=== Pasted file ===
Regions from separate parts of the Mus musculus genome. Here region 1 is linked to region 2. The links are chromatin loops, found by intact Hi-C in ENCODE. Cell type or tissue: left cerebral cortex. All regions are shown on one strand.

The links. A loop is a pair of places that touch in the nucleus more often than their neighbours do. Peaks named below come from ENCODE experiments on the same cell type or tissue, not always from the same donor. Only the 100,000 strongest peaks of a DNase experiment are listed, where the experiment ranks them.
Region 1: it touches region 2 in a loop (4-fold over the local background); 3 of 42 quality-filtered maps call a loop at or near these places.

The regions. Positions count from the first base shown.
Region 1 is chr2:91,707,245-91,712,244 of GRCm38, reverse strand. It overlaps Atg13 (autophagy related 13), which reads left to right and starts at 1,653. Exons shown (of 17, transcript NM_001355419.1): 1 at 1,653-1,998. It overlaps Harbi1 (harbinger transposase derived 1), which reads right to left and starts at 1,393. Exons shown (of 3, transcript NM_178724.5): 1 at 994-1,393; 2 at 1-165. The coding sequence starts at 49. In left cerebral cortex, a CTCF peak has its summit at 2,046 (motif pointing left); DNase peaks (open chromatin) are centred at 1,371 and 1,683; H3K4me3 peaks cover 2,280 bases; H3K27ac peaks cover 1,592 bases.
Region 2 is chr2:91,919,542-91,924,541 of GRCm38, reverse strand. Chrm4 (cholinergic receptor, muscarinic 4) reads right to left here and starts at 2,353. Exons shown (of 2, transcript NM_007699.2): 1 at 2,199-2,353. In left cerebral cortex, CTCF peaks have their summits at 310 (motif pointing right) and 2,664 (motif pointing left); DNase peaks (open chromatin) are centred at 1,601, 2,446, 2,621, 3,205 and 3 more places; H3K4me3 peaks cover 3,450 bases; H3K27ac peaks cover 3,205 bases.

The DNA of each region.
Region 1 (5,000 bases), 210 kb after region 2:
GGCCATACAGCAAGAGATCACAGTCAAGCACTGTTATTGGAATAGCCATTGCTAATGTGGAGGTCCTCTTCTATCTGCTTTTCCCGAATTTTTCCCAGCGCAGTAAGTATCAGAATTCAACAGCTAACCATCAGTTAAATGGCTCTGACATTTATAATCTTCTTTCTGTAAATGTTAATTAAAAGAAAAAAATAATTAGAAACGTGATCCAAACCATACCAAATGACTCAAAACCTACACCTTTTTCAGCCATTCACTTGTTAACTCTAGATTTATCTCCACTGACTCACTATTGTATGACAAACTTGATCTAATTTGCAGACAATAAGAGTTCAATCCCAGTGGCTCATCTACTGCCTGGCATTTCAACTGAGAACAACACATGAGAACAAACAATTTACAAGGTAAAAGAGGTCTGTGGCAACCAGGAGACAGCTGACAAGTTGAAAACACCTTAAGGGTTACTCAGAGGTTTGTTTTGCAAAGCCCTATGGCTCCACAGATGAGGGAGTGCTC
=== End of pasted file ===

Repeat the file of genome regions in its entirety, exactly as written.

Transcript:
Regions from separate parts of the Mus musculus genome. Here region 1 is linked to region 2. The links are chromatin loops, found by intact Hi-C in ENCODE. Cell type or tissue: left cerebral cortex. All regions are shown on one strand.

The links. A loop is a pair of places that touch in the nucleus more often than their neighbours do. Peaks named below come from ENCODE experiments on the same cell type or tissue, not always from the same donor. Only the 100,000 strongest peaks of a DNase experiment are listed, where the experiment ranks them.
Region 1: it touches region 2 in a loop (4-fold over the local background); 3 of 42 quality-filtered maps call a loop at or near these places.

The regions. Positions count from the first base shown.
Region 1 is chr2:91,707,245-91,712,244 of GRCm38, reverse strand. It overlaps Atg13 (autophagy related 13), which reads left to right and starts at 1,653. Exons shown (of 17, transcript NM_001355419.1): 1 at 1,653-1,998. It overlaps Harbi1 (harbinger transposase derived 1), which reads right to left and starts at 1,393. Exons shown (of 3, transcript NM_178724.5): 1 at 994-1,393; 2 at 1-165. The coding sequence starts at 49. In left cerebral cortex, a CTCF peak has its summit at 2,046 (motif pointing left); DNase peaks (open chromatin) are centred at 1,371 and 1,683; H3K4me3 peaks cover 2,280 bases; H3K27ac peaks cover 1,592 bases.
Region 2 is chr2:91,919,542-91,924,541 of GRCm38, reverse strand. Chrm4 (cholinergic receptor, muscarinic 4) reads right to left here and starts at 2,353. Exons shown (of 2, transcript NM_007699.2): 1 at 2,199-2,353. In left cerebral cortex, CTCF peaks have their summits at 310 (motif pointing right) and 2,664 (motif pointing left); DNase peaks (open chromatin) are centred at 1,601, 2,446, 2,621, 3,205 and 3 more places; H3K4me3 peaks cover 3,450 bases; H3K27ac peaks cover 3,205 bases.

The DNA of each region.
Region 1 (5,000 bases), 210 kb after region 2:
GGCCATACAGCAAGAGATCACAGTCAAGCACTGTTATTGGAATAGCCATTGCTAATGTGGAGGTCCTCTTCTATCTGCTTTTCCCGAATTTTTCCCAGCGCAGTAAGTATCAGAATTCAACAGCTAACCATCAGTTAAATGGCTCTGACATTTATAATCTTCTTTCTGTAAATGTTAATTAAAAGAAAAAAATAATTAGAAACGTGATCCAAACCATACCAAATGACTCAAAACCTACACCTTTTTCAGCCATTCACTTGTTAACTCTAGATTTATCTCCACTGACTCACTATTGTATGACAAACTTGATCTAATTTGCAGACAATAAGAGTTCAATCCCAGTGGCTCATCTACTGCCTGGCATTTCAACTGAGAACAACACATGAGAACAAACAATTTACAAGGTAAAAGAGGTCTGTGGCAACCAGGAGACAGCTGACAAGTTGAAAACACCTTAAGGGTTACTCAGAGGTTTGTTTTGCAAAGCCCTATGGCTCCACAGATGAGGGAGTGCTC